We examine how reciprocal effects of ecological and social factors influence reproductive tactics, life history decisions, physiological performance, and sexual selection. One recent focus is exploring how these processes shape divergence in phenotypic traits related to mating in geographically separated populations. Our work includes laboratory and field studies of invertebrates, and our primary study organisms are the black widow spiders (genus Latrodectus).
South American Widow spider subject of new study led by L. Baruffaldi
NEW: L Baruffaldi, MCB Andrade. 2021. Female control of a novel form of cannibalism during copulation in a South American widow spider. Behavioural Processes, 188: 104406.
CE Scott, S McCann, and MCB Andrade. “Black widows as plastic wallflowers: female choosiness increases with indicators of high mate availability in a natural population.” Scientific Reports 10.1 (2020): 1-9.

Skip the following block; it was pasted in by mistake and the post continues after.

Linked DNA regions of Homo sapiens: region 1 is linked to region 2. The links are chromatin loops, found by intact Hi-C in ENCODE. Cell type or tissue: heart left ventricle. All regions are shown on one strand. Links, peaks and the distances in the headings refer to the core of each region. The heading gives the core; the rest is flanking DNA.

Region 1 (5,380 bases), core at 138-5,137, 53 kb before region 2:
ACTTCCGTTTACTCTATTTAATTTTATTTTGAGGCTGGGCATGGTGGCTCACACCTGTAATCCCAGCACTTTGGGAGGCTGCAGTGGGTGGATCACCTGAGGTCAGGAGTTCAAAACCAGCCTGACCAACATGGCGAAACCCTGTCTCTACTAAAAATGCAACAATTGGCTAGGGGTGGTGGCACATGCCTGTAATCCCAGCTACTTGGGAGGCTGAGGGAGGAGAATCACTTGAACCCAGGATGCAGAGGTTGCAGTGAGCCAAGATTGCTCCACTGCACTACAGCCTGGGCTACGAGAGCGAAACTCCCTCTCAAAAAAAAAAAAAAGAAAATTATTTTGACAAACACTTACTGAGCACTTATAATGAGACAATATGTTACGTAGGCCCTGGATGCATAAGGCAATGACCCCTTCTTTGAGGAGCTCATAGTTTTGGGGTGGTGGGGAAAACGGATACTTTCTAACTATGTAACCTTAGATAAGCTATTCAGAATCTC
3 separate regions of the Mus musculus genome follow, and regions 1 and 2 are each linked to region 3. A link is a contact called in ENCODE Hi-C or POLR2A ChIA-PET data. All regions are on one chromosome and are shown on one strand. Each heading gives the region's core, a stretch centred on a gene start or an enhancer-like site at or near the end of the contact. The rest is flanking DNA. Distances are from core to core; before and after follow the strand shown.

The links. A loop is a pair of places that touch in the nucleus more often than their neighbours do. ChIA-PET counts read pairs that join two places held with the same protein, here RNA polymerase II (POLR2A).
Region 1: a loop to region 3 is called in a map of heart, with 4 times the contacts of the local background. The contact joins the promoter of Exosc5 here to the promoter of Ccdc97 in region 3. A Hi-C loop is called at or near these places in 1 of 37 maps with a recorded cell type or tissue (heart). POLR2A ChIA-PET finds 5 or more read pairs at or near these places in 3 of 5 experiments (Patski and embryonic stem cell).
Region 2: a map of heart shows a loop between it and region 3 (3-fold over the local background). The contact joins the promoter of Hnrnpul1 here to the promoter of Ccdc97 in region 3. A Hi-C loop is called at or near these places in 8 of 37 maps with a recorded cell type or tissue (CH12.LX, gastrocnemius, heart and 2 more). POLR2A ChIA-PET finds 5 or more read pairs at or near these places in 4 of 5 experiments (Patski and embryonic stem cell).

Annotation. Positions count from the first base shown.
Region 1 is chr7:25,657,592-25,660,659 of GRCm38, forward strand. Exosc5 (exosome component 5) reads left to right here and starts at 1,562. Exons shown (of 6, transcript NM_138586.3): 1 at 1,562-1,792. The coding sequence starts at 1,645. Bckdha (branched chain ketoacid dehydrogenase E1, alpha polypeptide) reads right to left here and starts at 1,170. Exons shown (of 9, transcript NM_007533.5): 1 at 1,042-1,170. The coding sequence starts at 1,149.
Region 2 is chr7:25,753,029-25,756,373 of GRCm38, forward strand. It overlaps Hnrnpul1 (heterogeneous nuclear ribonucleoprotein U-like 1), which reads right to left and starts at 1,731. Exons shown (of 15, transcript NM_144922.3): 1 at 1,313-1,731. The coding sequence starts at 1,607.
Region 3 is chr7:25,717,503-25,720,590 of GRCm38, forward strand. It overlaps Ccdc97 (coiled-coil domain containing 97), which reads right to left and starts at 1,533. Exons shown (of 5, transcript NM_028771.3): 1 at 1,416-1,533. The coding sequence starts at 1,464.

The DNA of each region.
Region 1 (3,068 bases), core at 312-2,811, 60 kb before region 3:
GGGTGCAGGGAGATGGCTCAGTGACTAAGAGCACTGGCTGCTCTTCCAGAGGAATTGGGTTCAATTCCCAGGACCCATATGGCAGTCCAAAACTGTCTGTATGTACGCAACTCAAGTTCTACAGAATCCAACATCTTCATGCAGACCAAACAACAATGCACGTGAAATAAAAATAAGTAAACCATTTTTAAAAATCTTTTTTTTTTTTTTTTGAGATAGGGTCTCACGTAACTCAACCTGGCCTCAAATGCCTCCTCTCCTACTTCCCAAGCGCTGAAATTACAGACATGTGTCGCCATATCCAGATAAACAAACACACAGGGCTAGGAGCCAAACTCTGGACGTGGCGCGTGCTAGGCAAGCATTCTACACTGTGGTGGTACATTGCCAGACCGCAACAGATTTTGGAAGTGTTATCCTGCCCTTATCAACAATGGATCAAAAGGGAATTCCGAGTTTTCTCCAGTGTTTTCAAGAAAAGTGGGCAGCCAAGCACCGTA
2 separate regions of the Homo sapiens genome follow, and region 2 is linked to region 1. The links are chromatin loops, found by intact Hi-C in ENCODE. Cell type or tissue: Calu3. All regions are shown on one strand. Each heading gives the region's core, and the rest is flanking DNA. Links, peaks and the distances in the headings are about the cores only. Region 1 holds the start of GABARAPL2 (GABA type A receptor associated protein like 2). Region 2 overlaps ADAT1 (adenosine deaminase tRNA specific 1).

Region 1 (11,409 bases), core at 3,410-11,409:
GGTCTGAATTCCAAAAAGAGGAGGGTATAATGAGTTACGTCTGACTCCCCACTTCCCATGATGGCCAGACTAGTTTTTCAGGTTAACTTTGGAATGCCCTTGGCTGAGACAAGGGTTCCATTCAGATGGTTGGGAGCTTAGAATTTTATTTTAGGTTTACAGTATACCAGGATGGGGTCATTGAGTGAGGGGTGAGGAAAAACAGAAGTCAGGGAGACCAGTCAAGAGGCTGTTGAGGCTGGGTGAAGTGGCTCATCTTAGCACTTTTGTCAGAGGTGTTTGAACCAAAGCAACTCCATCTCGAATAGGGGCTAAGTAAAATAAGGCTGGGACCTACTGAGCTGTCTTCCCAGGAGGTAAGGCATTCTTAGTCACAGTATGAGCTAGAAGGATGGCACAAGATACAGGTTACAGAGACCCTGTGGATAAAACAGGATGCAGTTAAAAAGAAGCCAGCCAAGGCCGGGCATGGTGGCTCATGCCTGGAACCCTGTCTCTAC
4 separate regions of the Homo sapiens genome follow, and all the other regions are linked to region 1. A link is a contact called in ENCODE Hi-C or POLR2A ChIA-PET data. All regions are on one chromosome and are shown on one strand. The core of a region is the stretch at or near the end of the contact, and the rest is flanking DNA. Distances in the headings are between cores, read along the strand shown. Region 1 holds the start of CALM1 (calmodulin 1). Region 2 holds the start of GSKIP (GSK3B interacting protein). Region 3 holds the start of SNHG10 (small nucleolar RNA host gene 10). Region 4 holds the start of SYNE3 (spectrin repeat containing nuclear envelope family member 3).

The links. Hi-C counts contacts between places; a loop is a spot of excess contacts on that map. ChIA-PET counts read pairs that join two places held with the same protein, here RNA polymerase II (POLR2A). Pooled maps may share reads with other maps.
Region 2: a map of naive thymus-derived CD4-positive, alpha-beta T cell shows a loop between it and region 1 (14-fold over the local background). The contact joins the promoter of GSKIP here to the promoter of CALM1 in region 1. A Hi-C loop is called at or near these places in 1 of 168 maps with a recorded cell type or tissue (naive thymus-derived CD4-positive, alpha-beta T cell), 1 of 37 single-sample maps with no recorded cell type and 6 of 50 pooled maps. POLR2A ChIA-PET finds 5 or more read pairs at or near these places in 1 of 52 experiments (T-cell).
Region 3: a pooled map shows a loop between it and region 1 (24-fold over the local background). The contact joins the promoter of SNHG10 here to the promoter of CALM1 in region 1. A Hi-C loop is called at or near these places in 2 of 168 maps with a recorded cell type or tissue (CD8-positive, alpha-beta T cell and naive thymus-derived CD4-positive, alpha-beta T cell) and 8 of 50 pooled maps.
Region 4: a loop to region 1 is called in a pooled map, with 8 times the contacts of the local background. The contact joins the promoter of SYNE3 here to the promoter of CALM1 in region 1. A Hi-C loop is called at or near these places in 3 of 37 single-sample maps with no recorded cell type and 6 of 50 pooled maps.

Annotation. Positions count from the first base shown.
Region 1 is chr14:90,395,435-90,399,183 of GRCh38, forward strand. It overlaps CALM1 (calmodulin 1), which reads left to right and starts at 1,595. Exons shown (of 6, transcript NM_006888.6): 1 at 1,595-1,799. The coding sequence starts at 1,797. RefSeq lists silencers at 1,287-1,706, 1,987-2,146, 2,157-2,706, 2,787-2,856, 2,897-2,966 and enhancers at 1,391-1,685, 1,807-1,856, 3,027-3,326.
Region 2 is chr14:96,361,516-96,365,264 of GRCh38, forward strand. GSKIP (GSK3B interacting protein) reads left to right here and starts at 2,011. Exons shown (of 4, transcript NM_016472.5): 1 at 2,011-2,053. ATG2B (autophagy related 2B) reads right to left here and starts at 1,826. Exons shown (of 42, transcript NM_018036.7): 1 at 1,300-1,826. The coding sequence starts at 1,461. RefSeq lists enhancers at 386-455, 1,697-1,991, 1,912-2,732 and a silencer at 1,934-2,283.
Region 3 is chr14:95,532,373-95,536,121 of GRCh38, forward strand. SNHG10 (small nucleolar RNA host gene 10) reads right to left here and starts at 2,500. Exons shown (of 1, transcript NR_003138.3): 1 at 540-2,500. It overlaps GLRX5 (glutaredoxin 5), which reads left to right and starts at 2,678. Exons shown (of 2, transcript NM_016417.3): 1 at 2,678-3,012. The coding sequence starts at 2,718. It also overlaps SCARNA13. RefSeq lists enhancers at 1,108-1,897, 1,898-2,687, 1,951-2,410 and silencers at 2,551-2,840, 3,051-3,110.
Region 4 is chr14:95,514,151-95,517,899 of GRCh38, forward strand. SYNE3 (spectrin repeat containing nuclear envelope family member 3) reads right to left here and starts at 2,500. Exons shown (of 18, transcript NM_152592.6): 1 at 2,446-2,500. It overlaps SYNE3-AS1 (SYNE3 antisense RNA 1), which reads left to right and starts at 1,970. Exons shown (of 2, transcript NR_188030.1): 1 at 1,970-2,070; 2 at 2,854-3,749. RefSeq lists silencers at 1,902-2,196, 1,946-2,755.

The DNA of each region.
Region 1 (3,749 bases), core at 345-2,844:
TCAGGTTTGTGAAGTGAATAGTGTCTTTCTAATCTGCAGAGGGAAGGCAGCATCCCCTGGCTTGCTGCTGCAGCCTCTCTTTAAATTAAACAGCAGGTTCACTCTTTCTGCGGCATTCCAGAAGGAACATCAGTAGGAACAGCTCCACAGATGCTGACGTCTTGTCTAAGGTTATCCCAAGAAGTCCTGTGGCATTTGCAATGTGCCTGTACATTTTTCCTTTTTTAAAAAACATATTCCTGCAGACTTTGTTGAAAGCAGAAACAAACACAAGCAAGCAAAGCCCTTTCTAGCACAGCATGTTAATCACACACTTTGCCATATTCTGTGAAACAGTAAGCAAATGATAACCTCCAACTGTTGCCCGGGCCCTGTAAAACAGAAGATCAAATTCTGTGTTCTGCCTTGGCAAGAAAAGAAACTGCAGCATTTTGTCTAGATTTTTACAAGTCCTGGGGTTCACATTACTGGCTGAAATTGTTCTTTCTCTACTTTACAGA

University of Toronto Scarborough
1265 Military Trail, Toronto, ON. Canada, M1C 1A4,
We wish to acknowledge this land on which the University of Toronto operates. For thousands of years it has been the traditional land of the Huron-Wendat, the Seneca, and most recently, the Mississaugas of the Credit River. Today, this meeting place is still the home to many Indigenous people from across Turtle Island and we are grateful to have the opportunity to work on this land.